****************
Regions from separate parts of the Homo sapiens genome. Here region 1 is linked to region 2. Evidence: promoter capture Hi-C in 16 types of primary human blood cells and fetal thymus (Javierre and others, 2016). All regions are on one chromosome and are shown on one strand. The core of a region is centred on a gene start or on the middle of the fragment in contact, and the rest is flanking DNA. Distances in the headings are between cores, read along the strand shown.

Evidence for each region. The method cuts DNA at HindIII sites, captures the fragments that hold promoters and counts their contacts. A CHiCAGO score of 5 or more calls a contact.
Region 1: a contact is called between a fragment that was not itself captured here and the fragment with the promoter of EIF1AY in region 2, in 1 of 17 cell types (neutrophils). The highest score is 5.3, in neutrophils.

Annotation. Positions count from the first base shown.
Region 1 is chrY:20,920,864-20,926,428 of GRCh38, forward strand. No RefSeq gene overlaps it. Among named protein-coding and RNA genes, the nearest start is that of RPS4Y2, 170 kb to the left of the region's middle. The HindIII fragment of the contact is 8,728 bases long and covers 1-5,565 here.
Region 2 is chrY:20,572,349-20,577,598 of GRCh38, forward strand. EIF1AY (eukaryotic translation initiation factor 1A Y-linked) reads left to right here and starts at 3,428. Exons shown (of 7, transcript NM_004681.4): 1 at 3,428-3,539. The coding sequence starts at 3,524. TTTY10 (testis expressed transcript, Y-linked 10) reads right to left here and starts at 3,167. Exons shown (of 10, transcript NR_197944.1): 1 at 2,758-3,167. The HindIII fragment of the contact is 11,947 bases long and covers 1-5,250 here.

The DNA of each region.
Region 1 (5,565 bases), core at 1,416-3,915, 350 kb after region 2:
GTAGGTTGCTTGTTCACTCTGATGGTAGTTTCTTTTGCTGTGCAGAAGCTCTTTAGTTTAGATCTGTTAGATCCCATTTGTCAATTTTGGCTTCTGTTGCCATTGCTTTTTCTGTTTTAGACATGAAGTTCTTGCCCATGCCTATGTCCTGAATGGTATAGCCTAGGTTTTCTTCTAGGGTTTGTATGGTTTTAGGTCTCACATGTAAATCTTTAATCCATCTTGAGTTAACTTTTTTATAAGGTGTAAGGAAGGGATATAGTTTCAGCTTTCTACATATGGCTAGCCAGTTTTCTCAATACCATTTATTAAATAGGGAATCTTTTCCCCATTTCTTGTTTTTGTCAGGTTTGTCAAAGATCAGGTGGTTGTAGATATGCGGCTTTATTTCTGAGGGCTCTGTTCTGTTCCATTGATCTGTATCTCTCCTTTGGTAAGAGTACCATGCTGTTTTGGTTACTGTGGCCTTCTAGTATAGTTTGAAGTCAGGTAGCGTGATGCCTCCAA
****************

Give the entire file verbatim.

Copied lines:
Regions from separate parts of the Homo sapiens genome. Here region 1 is linked to region 2. Evidence: promoter capture Hi-C in 16 types of primary human blood cells and fetal thymus (Javierre and others, 2016). All regions are on one chromosome and are shown on one strand. The core of a region is centred on a gene start or on the middle of the fragment in contact, and the rest is flanking DNA. Distances in the headings are between cores, read along the strand shown.

Evidence for each region. The method cuts DNA at HindIII sites, captures the fragments that hold promoters and counts their contacts. A CHiCAGO score of 5 or more calls a contact.
Region 1: a contact is called between a fragment that was not itself captured here and the fragment with the promoter of EIF1AY in region 2, in 1 of 17 cell types (neutrophils). The highest score is 5.3, in neutrophils.

Annotation. Positions count from the first base shown.
Region 1 is chrY:20,920,864-20,926,428 of GRCh38, forward strand. No RefSeq gene overlaps it. Among named protein-coding and RNA genes, the nearest start is that of RPS4Y2, 170 kb to the left of the region's middle. The HindIII fragment of the contact is 8,728 bases long and covers 1-5,565 here.
Region 2 is chrY:20,572,349-20,577,598 of GRCh38, forward strand. EIF1AY (eukaryotic translation initiation factor 1A Y-linked) reads left to right here and starts at 3,428. Exons shown (of 7, transcript NM_004681.4): 1 at 3,428-3,539. The coding sequence starts at 3,524. TTTY10 (testis expressed transcript, Y-linked 10) reads right to left here and starts at 3,167. Exons shown (of 10, transcript NR_197944.1): 1 at 2,758-3,167. The HindIII fragment of the contact is 11,947 bases long and covers 1-5,250 here.

The DNA of each region.
Region 1 (5,565 bases), core at 1,416-3,915, 350 kb after region 2:
GTAGGTTGCTTGTTCACTCTGATGGTAGTTTCTTTTGCTGTGCAGAAGCTCTTTAGTTTAGATCTGTTAGATCCCATTTGTCAATTTTGGCTTCTGTTGCCATTGCTTTTTCTGTTTTAGACATGAAGTTCTTGCCCATGCCTATGTCCTGAATGGTATAGCCTAGGTTTTCTTCTAGGGTTTGTATGGTTTTAGGTCTCACATGTAAATCTTTAATCCATCTTGAGTTAACTTTTTTATAAGGTGTAAGGAAGGGATATAGTTTCAGCTTTCTACATATGGCTAGCCAGTTTTCTCAATACCATTTATTAAATAGGGAATCTTTTCCCCATTTCTTGTTTTTGTCAGGTTTGTCAAAGATCAGGTGGTTGTAGATATGCGGCTTTATTTCTGAGGGCTCTGTTCTGTTCCATTGATCTGTATCTCTCCTTTGGTAAGAGTACCATGCTGTTTTGGTTACTGTGGCCTTCTAGTATAGTTTGAAGTCAGGTAGCGTGATGCCTCCAA